Citations are from Edward Gibbon's "The History of The Decline and Fall of the Roman Empire". What was the extent of the Gothic invasion? Was it 'significant' or 'minor'? Interestingly, Gibbon himself states that troops of [U]Greek deserters and fugitive slaves[/U], which joined the Goths, were themselves [U]of German or Sarmatian[/U] (likely Slavic) extraction. How many Germans and Sarmatians were living in Greece at the time of the Gothic attack is impossible to determine.


- [I]At length the Gothic fleet anchored in the port of Piraeus, five miles distant from Athens, which had attempted to make some preparations for a vigorous defence. Cleodamus, one of the engineers employed by the emperor's orders to fortify the maritime cities against the Goths, had already begun to repair the ancient walls, fallen to decay since the time of Scylla. The efforts of his skill were ineffectual, and [B]the barbarians became masters of the native seat of the muses and the arts[/B]. But while the conquerors abandoned themselves to the license of plunder and intemperance, their fleet, that lay with a slender guard in the harbor of Piraeus, was unexpectedly attacked by the brave Dexippus, who, flying with the engineer Cleodamus from the sack of Athens, collected a hasty band of volunteers, peasants as well as soldiers, and in some measure avenged the calamities of his country.[/I]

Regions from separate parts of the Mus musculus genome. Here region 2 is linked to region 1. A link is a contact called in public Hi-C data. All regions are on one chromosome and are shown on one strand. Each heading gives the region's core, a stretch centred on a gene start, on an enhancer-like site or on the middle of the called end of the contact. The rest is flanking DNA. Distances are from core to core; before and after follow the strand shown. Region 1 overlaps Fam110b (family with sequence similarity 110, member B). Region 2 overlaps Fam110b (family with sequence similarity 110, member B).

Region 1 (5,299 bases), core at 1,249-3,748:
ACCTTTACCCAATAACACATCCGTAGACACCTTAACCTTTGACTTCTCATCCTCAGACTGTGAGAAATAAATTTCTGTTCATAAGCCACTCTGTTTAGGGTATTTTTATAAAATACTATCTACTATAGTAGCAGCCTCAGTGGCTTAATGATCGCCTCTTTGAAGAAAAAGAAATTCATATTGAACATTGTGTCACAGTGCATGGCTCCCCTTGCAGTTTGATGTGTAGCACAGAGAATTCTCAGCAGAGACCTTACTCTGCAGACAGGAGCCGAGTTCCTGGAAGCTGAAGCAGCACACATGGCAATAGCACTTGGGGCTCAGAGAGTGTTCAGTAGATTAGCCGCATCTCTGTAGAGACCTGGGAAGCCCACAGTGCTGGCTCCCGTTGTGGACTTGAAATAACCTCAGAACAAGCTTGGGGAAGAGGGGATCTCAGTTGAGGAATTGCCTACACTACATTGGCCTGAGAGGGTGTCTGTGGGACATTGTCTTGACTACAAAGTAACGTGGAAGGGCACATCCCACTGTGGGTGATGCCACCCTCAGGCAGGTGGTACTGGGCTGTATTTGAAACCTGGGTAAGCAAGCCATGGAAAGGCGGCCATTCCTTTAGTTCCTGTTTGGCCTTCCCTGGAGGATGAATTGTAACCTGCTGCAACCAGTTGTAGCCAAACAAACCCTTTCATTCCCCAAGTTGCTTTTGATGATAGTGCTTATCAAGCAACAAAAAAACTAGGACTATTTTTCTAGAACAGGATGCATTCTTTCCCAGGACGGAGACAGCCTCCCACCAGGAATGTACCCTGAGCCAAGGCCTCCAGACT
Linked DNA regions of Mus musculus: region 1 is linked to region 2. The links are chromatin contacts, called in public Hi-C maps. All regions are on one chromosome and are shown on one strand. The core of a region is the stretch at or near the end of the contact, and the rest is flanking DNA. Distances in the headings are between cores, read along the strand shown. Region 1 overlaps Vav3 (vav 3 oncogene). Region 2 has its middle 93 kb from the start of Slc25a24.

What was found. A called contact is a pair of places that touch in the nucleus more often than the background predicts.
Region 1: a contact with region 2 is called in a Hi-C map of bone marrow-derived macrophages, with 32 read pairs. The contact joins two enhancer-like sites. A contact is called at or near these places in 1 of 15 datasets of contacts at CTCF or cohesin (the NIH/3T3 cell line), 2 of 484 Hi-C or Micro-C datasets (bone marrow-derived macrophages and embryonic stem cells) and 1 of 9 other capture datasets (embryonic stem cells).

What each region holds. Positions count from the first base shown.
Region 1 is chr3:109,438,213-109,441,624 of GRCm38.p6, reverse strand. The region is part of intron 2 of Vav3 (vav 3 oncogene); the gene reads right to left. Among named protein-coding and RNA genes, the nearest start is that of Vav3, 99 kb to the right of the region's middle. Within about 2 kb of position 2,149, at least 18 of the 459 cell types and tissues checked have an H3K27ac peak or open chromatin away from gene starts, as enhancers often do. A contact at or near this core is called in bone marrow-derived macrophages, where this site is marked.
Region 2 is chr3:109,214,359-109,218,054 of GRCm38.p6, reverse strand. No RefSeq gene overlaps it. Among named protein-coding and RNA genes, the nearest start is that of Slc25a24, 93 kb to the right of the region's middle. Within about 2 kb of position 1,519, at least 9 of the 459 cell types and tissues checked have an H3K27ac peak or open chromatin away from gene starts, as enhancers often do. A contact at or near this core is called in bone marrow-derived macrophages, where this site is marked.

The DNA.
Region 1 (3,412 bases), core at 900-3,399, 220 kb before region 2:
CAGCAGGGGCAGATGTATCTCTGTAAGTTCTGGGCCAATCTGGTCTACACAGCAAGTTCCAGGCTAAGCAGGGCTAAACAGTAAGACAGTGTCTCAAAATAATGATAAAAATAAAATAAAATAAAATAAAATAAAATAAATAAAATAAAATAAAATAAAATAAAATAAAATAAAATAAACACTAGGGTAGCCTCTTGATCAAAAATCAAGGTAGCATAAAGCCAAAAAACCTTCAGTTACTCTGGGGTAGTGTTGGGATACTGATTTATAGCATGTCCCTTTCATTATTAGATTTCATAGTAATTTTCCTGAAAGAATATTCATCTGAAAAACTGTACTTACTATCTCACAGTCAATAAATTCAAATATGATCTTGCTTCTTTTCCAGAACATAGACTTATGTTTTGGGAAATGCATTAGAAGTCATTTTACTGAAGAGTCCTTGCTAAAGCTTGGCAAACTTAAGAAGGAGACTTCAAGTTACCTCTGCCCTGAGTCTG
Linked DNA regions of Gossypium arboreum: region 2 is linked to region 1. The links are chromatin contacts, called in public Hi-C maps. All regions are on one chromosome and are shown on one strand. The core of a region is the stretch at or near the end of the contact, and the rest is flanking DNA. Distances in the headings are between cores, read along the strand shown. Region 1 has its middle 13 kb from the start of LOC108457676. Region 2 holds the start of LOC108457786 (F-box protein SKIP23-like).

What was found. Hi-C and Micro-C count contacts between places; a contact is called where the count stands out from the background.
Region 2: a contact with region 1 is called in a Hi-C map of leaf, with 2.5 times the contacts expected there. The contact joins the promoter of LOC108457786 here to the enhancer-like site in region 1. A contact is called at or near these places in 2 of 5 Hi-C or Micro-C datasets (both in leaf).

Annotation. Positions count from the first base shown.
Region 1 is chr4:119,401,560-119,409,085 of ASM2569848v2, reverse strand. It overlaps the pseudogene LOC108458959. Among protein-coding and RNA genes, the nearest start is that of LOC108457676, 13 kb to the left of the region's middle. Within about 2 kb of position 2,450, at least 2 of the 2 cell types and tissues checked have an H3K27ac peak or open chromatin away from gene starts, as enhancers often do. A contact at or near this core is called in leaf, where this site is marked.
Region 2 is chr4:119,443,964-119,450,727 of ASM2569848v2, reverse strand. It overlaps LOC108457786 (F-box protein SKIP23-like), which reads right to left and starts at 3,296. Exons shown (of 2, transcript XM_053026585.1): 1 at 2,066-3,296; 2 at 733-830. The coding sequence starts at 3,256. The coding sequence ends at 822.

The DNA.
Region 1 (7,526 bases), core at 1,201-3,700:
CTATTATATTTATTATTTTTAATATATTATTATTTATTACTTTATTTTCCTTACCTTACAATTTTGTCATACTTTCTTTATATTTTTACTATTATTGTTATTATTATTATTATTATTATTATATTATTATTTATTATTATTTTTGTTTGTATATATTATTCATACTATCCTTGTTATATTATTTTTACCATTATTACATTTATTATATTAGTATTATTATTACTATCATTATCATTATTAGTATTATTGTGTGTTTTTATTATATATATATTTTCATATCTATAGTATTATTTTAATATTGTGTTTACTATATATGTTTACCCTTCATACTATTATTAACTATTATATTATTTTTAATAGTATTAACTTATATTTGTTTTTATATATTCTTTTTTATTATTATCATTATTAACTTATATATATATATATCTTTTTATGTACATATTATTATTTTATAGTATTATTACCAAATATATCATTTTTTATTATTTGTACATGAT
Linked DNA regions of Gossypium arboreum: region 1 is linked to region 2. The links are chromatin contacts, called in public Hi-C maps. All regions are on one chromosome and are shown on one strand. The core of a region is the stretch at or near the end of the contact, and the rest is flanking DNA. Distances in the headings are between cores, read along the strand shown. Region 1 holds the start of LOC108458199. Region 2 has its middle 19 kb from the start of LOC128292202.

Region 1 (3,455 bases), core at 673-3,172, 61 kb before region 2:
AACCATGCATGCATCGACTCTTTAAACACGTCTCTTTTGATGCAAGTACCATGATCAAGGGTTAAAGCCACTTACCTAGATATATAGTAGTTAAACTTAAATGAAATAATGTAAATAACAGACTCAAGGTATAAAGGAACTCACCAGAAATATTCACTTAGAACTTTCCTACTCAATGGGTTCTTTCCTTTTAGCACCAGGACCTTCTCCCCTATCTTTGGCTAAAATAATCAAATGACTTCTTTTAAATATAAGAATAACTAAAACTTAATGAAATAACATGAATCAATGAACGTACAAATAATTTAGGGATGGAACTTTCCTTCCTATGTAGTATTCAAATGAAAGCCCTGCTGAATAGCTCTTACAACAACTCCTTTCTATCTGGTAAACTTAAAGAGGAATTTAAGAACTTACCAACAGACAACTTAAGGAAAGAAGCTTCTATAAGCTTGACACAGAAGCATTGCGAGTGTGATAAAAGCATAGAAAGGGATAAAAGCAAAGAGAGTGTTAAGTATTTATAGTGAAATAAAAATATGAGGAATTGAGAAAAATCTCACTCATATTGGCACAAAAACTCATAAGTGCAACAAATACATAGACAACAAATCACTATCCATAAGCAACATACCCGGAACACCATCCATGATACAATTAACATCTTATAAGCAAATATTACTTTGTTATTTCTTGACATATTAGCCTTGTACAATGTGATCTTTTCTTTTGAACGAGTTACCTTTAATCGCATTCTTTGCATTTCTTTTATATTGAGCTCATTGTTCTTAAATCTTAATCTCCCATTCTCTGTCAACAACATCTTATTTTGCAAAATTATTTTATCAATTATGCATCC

- [I]But this exploit, whatever lustre it might shed on the declining age of Athens, served rather to irritate than to subdue the undaunted spirit of the northern invaders. [B]A [U]general conflagration blazed out[/U] at the same time in every district of Greece. Thebes and Argos, Corinth and Sparta, which had formerly waged such memorable wars against each other, were now [U]unable[/U] to bring an army into the field, or even to defend their ruined fortifications.[/B] [B][U]The rage of war[/U], both by land and by sea, [U]spread from the eastern point of Sunium to the western coast of Epirus[/U]. [/B]The Goths had already advanced within sight of Italy, when the approach of such imminent danger awakened the indolent Gallienus from his dream of pleasure.[/I]

[I]- But as their numbers were gradually wasted by the sword, by shipwrecks, and by the influence of a warm climate, they were perpetually renewed by troops of banditti and deserters, who flocked to the standard of plunder, and by a crowd of fugitive slaves, [B]often of German or Sarmatian extraction[/B], who eagerly seized the glorious opportunity of freedom and revenge.